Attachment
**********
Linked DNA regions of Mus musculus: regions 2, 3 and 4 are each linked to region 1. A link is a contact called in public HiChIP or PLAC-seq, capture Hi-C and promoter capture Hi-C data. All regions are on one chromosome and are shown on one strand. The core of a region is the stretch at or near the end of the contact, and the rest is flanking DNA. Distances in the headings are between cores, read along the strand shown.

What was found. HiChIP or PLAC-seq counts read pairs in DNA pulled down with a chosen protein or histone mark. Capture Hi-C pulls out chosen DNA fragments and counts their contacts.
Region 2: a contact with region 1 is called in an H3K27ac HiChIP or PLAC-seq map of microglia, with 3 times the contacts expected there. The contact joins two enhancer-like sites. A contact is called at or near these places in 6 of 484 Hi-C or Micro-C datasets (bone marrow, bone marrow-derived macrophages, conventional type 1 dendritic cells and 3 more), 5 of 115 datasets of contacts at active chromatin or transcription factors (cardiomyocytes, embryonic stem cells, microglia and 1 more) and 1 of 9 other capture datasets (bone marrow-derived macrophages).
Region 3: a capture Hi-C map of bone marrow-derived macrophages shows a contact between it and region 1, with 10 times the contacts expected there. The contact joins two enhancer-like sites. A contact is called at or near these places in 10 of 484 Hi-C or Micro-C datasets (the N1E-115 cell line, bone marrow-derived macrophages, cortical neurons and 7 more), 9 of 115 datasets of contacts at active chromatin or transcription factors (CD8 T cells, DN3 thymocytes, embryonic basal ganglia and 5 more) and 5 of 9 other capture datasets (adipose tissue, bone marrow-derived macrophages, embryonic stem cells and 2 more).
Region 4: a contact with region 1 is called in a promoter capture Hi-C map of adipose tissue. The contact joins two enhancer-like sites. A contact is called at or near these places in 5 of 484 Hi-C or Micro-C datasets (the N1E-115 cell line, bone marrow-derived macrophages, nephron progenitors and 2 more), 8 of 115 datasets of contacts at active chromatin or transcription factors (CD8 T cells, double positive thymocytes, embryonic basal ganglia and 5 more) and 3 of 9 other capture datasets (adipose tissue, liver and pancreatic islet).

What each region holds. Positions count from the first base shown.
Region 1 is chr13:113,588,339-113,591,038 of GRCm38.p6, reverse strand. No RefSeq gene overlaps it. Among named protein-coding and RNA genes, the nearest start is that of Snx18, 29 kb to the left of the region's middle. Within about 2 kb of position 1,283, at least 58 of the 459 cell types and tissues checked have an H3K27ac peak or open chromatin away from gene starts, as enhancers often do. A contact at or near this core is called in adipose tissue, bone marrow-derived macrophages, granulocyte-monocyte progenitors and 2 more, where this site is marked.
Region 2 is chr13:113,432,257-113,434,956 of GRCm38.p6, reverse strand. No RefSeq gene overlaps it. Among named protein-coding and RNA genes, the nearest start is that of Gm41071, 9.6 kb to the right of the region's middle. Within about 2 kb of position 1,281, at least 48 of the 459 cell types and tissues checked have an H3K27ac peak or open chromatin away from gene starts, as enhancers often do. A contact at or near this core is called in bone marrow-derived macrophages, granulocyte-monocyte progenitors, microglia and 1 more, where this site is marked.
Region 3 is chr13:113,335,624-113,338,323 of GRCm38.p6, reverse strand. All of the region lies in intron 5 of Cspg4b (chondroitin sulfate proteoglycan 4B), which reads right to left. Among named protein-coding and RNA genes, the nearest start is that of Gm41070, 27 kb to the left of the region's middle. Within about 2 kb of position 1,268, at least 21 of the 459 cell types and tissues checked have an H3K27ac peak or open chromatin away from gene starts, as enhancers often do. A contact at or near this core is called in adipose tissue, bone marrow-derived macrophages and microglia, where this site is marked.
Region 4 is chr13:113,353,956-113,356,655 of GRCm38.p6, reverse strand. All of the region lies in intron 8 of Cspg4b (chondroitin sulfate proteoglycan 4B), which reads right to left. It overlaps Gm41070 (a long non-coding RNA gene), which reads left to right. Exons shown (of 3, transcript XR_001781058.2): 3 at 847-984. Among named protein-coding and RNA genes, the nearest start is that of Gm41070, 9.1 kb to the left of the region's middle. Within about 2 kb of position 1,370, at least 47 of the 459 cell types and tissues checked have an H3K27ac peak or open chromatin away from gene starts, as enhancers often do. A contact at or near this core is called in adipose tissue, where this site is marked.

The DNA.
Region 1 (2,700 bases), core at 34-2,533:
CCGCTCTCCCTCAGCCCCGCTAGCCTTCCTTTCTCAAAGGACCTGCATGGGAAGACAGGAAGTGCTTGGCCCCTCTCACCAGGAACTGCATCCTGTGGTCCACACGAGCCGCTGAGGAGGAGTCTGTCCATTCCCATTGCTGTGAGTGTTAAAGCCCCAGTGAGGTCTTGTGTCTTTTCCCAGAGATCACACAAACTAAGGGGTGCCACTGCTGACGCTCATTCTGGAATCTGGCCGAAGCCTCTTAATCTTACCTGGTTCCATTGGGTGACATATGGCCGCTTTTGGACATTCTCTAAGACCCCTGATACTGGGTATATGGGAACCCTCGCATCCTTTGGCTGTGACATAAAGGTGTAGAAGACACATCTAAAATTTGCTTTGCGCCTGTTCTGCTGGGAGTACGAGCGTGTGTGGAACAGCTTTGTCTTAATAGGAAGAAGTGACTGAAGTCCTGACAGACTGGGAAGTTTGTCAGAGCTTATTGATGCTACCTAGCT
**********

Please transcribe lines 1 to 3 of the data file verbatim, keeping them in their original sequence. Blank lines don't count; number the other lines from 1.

Linked DNA regions of Mus musculus: regions 2, 3 and 4 are each linked to region 1. A link is a contact called in public HiChIP or PLAC-seq, capture Hi-C and promoter capture Hi-C data. All regions are on one chromosome and are shown on one strand. The core of a region is the stretch at or near the end of the contact, and the rest is flanking DNA. Distances in the headings are between cores, read along the strand shown.

What was found. HiChIP or PLAC-seq counts read pairs in DNA pulled down with a chosen protein or histone mark. Capture Hi-C pulls out chosen DNA fragments and counts their contacts.
Region 2: a contact with region 1 is called in an H3K27ac HiChIP or PLAC-seq map of microglia, with 3 times the contacts expected there. The contact joins two enhancer-like sites. A contact is called at or near these places in 6 of 484 Hi-C or Micro-C datasets (bone marrow, bone marrow-derived macrophages, conventional type 1 dendritic cells and 3 more), 5 of 115 datasets of contacts at active chromatin or transcription factors (cardiomyocytes, embryonic stem cells, microglia and 1 more) and 1 of 9 other capture datasets (bone marrow-derived macrophages).